Financial Times refers to Palestinian terrorist as a “firebrand leftist”

A Financial Times article (Reading as resistance: the bookshops keeping free speech alive, Dec. 9) included profiles, by several contributors, of bookshops across the world – including one located in the Jaffa neighborhood of Tel Aviv.  This section of the article, written by the Financial Times Jerusalem correspondent Mehul Srivastava, included the following sentences about the Yafa Book Store and Cafe:

The walls [of the bookshop] are lined with the work of authors despised by the Israeli rightwing. Noam Chomsky, the Jewish-American linguist who was barred from entering Israel in 2010, rubs shoulders with Ghassan Kanafani, the firebrand Palestinian leftist assassinated by Mossad in 1972.

However, in addition to being a “leftist” writer, Ghassan Kanafani was also a high-ranking member of the Popular Front for the Liberation of Palestine (PFLP), the Marxist-Leninist terror organisation responsible for hijackings, suicide bombings and the murder of Israel’s tourism minister in 2001.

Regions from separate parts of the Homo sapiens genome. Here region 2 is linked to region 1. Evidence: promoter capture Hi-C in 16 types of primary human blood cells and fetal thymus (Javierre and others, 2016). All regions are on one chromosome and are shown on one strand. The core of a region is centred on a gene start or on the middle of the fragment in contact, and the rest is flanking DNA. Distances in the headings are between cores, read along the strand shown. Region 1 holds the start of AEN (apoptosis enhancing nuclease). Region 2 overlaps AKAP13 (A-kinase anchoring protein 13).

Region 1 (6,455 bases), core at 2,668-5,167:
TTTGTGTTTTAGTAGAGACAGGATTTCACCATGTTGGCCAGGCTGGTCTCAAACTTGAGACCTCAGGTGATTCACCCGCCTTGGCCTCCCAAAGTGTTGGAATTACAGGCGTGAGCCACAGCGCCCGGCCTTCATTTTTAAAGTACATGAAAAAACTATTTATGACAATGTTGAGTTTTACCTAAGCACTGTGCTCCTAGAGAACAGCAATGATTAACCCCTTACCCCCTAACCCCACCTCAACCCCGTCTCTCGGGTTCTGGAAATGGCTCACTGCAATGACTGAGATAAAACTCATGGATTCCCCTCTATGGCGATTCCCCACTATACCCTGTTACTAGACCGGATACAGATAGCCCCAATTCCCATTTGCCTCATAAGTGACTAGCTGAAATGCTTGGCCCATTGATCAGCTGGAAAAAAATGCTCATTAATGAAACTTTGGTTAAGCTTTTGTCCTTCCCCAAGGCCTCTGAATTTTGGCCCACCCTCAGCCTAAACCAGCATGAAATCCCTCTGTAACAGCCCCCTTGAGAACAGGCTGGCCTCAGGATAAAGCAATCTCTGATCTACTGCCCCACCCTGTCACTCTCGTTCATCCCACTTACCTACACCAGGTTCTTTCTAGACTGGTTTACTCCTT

2012: PFLP members in Dheisheh refugee camp march in memory of Ghassan Kanafani

Kanafani was the right hand man to the group’s leader George Habash and met with members of the Japanese Red Army who, in concert with the PFLP, murdered 26 people in the Lod Airport Massacre in 1972 – which is why, it’s believed, he was assassinated by the Mossad.

We’ve complained to Financial Times editors about this egregious distortion.

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